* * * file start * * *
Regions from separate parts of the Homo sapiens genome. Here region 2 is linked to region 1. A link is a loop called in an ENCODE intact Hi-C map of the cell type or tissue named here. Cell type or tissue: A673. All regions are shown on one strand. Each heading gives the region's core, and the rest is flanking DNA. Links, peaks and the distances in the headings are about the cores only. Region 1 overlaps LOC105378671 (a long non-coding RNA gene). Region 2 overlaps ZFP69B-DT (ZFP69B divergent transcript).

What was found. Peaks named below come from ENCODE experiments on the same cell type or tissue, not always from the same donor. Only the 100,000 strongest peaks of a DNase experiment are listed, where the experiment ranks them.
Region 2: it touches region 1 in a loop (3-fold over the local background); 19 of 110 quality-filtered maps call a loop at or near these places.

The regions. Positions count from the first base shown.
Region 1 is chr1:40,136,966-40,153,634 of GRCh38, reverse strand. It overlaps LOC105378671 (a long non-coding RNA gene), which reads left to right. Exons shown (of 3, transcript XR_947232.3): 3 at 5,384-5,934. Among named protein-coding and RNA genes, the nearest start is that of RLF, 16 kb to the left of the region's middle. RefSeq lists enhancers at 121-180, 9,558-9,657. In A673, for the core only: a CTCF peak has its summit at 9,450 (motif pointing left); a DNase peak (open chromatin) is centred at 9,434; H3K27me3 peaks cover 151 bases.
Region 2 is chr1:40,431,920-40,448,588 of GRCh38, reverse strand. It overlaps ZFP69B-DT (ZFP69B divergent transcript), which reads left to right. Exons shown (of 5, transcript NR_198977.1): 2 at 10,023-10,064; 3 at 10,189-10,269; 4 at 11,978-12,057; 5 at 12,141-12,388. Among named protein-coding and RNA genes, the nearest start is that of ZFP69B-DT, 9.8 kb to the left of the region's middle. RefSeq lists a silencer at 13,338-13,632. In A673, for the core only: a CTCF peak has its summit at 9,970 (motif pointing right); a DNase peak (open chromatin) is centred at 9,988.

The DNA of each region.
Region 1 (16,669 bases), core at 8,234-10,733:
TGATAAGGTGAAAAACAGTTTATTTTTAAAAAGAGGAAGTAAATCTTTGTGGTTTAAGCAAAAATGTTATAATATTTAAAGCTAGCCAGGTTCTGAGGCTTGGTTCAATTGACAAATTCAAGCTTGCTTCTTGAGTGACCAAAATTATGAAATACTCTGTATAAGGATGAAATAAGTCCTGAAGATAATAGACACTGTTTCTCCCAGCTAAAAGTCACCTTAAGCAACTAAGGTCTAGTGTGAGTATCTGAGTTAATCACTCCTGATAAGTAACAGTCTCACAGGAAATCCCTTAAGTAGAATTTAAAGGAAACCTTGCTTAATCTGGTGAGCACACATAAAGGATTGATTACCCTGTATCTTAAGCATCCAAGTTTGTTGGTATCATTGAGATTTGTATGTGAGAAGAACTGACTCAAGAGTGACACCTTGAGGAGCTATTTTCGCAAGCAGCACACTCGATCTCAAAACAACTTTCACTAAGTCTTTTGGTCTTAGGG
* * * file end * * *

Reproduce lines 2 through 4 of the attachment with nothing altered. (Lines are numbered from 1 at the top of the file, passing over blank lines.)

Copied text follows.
What was found. Peaks named below come from ENCODE experiments on the same cell type or tissue, not always from the same donor. Only the 100,000 strongest peaks of a DNase experiment are listed, where the experiment ranks them.
Region 2: it touches region 1 in a loop (3-fold over the local background); 19 of 110 quality-filtered maps call a loop at or near these places.

The regions. Positions count from the first base shown.